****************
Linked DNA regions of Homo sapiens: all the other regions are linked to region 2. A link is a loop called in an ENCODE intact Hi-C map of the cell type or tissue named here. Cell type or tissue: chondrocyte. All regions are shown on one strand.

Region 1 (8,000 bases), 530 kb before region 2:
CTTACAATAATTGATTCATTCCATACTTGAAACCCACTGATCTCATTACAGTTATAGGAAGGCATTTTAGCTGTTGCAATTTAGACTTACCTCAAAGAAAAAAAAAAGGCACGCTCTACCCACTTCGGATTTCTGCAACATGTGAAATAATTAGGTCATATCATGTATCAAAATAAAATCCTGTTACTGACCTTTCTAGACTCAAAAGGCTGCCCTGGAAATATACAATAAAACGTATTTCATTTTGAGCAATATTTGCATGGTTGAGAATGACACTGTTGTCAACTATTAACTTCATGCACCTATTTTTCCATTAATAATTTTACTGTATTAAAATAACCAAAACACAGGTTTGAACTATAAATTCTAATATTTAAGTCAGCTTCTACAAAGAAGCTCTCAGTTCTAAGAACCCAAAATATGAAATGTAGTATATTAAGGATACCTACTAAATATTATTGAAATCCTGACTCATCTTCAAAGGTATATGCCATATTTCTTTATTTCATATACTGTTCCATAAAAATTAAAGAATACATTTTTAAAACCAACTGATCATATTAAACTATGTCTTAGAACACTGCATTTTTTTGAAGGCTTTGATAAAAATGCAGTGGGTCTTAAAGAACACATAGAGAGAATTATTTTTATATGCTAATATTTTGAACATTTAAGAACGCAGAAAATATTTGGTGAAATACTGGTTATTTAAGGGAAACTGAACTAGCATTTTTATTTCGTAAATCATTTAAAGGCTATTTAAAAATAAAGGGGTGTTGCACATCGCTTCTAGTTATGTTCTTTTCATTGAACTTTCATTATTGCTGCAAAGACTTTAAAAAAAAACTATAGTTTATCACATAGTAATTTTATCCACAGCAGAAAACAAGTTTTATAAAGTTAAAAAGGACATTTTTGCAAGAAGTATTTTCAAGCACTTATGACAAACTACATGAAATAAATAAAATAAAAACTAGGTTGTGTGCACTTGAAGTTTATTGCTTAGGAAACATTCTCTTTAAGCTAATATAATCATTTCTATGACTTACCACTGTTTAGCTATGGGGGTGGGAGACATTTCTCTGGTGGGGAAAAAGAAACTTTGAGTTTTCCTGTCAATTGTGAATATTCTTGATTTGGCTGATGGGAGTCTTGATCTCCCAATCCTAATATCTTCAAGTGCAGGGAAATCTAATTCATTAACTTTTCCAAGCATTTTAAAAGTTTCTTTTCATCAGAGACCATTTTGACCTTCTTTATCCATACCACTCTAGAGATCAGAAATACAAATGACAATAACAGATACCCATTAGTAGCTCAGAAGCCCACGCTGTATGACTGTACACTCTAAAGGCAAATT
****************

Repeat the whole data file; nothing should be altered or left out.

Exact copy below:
Linked DNA regions of Homo sapiens: all the other regions are linked to region 2. A link is a loop called in an ENCODE intact Hi-C map of the cell type or tissue named here. Cell type or tissue: chondrocyte. All regions are shown on one strand.

Region 1 (8,000 bases), 530 kb before region 2:
CTTACAATAATTGATTCATTCCATACTTGAAACCCACTGATCTCATTACAGTTATAGGAAGGCATTTTAGCTGTTGCAATTTAGACTTACCTCAAAGAAAAAAAAAAGGCACGCTCTACCCACTTCGGATTTCTGCAACATGTGAAATAATTAGGTCATATCATGTATCAAAATAAAATCCTGTTACTGACCTTTCTAGACTCAAAAGGCTGCCCTGGAAATATACAATAAAACGTATTTCATTTTGAGCAATATTTGCATGGTTGAGAATGACACTGTTGTCAACTATTAACTTCATGCACCTATTTTTCCATTAATAATTTTACTGTATTAAAATAACCAAAACACAGGTTTGAACTATAAATTCTAATATTTAAGTCAGCTTCTACAAAGAAGCTCTCAGTTCTAAGAACCCAAAATATGAAATGTAGTATATTAAGGATACCTACTAAATATTATTGAAATCCTGACTCATCTTCAAAGGTATATGCCATATTTCTTTATTTCATATACTGTTCCATAAAAATTAAAGAATACATTTTTAAAACCAACTGATCATATTAAACTATGTCTTAGAACACTGCATTTTTTTGAAGGCTTTGATAAAAATGCAGTGGGTCTTAAAGAACACATAGAGAGAATTATTTTTATATGCTAATATTTTGAACATTTAAGAACGCAGAAAATATTTGGTGAAATACTGGTTATTTAAGGGAAACTGAACTAGCATTTTTATTTCGTAAATCATTTAAAGGCTATTTAAAAATAAAGGGGTGTTGCACATCGCTTCTAGTTATGTTCTTTTCATTGAACTTTCATTATTGCTGCAAAGACTTTAAAAAAAAACTATAGTTTATCACATAGTAATTTTATCCACAGCAGAAAACAAGTTTTATAAAGTTAAAAAGGACATTTTTGCAAGAAGTATTTTCAAGCACTTATGACAAACTACATGAAATAAATAAAATAAAAACTAGGTTGTGTGCACTTGAAGTTTATTGCTTAGGAAACATTCTCTTTAAGCTAATATAATCATTTCTATGACTTACCACTGTTTAGCTATGGGGGTGGGAGACATTTCTCTGGTGGGGAAAAAGAAACTTTGAGTTTTCCTGTCAATTGTGAATATTCTTGATTTGGCTGATGGGAGTCTTGATCTCCCAATCCTAATATCTTCAAGTGCAGGGAAATCTAATTCATTAACTTTTCCAAGCATTTTAAAAGTTTCTTTTCATCAGAGACCATTTTGACCTTCTTTATCCATACCACTCTAGAGATCAGAAATACAAATGACAATAACAGATACCCATTAGTAGCTCAGAAGCCCACGCTGTATGACTGTACACTCTAAAGGCAAATT